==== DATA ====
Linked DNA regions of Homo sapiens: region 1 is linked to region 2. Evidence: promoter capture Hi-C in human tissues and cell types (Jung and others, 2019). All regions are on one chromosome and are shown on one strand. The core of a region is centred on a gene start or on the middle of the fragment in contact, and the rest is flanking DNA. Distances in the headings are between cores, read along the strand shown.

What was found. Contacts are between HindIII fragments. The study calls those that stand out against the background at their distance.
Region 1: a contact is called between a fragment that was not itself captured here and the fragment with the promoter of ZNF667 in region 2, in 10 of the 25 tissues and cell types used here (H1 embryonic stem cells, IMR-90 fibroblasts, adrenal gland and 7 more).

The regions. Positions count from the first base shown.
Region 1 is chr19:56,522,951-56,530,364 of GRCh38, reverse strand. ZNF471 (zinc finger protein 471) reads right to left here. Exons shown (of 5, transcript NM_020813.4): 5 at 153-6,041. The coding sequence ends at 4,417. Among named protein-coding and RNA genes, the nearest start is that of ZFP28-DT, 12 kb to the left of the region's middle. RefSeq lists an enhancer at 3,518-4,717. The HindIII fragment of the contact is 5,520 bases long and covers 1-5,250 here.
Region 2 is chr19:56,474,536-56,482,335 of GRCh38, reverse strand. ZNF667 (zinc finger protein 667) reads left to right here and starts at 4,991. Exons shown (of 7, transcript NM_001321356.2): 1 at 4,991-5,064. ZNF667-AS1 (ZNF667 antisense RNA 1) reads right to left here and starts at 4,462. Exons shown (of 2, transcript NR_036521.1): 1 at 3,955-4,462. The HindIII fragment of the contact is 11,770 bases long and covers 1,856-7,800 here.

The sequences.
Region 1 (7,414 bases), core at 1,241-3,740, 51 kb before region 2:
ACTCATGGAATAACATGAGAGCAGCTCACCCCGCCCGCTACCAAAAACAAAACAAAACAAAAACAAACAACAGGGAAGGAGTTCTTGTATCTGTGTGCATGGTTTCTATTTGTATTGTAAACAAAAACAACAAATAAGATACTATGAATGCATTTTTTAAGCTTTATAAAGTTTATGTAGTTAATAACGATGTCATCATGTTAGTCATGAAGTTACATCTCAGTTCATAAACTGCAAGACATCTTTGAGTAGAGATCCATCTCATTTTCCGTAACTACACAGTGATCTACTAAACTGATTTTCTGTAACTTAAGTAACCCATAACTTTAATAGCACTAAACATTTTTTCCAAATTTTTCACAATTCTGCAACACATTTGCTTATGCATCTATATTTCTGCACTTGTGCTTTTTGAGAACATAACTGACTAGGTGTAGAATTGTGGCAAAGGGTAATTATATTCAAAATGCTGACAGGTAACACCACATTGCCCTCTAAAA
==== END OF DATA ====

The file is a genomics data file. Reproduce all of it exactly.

Linked DNA regions of Homo sapiens: region 1 is linked to region 2. Evidence: promoter capture Hi-C in human tissues and cell types (Jung and others, 2019). All regions are on one chromosome and are shown on one strand. The core of a region is centred on a gene start or on the middle of the fragment in contact, and the rest is flanking DNA. Distances in the headings are between cores, read along the strand shown.

What was found. Contacts are between HindIII fragments. The study calls those that stand out against the background at their distance.
Region 1: a contact is called between a fragment that was not itself captured here and the fragment with the promoter of ZNF667 in region 2, in 10 of the 25 tissues and cell types used here (H1 embryonic stem cells, IMR-90 fibroblasts, adrenal gland and 7 more).

The regions. Positions count from the first base shown.
Region 1 is chr19:56,522,951-56,530,364 of GRCh38, reverse strand. ZNF471 (zinc finger protein 471) reads right to left here. Exons shown (of 5, transcript NM_020813.4): 5 at 153-6,041. The coding sequence ends at 4,417. Among named protein-coding and RNA genes, the nearest start is that of ZFP28-DT, 12 kb to the left of the region's middle. RefSeq lists an enhancer at 3,518-4,717. The HindIII fragment of the contact is 5,520 bases long and covers 1-5,250 here.
Region 2 is chr19:56,474,536-56,482,335 of GRCh38, reverse strand. ZNF667 (zinc finger protein 667) reads left to right here and starts at 4,991. Exons shown (of 7, transcript NM_001321356.2): 1 at 4,991-5,064. ZNF667-AS1 (ZNF667 antisense RNA 1) reads right to left here and starts at 4,462. Exons shown (of 2, transcript NR_036521.1): 1 at 3,955-4,462. The HindIII fragment of the contact is 11,770 bases long and covers 1,856-7,800 here.

The sequences.
Region 1 (7,414 bases), core at 1,241-3,740, 51 kb before region 2:
ACTCATGGAATAACATGAGAGCAGCTCACCCCGCCCGCTACCAAAAACAAAACAAAACAAAAACAAACAACAGGGAAGGAGTTCTTGTATCTGTGTGCATGGTTTCTATTTGTATTGTAAACAAAAACAACAAATAAGATACTATGAATGCATTTTTTAAGCTTTATAAAGTTTATGTAGTTAATAACGATGTCATCATGTTAGTCATGAAGTTACATCTCAGTTCATAAACTGCAAGACATCTTTGAGTAGAGATCCATCTCATTTTCCGTAACTACACAGTGATCTACTAAACTGATTTTCTGTAACTTAAGTAACCCATAACTTTAATAGCACTAAACATTTTTTCCAAATTTTTCACAATTCTGCAACACATTTGCTTATGCATCTATATTTCTGCACTTGTGCTTTTTGAGAACATAACTGACTAGGTGTAGAATTGTGGCAAAGGGTAATTATATTCAAAATGCTGACAGGTAACACCACATTGCCCTCTAAAA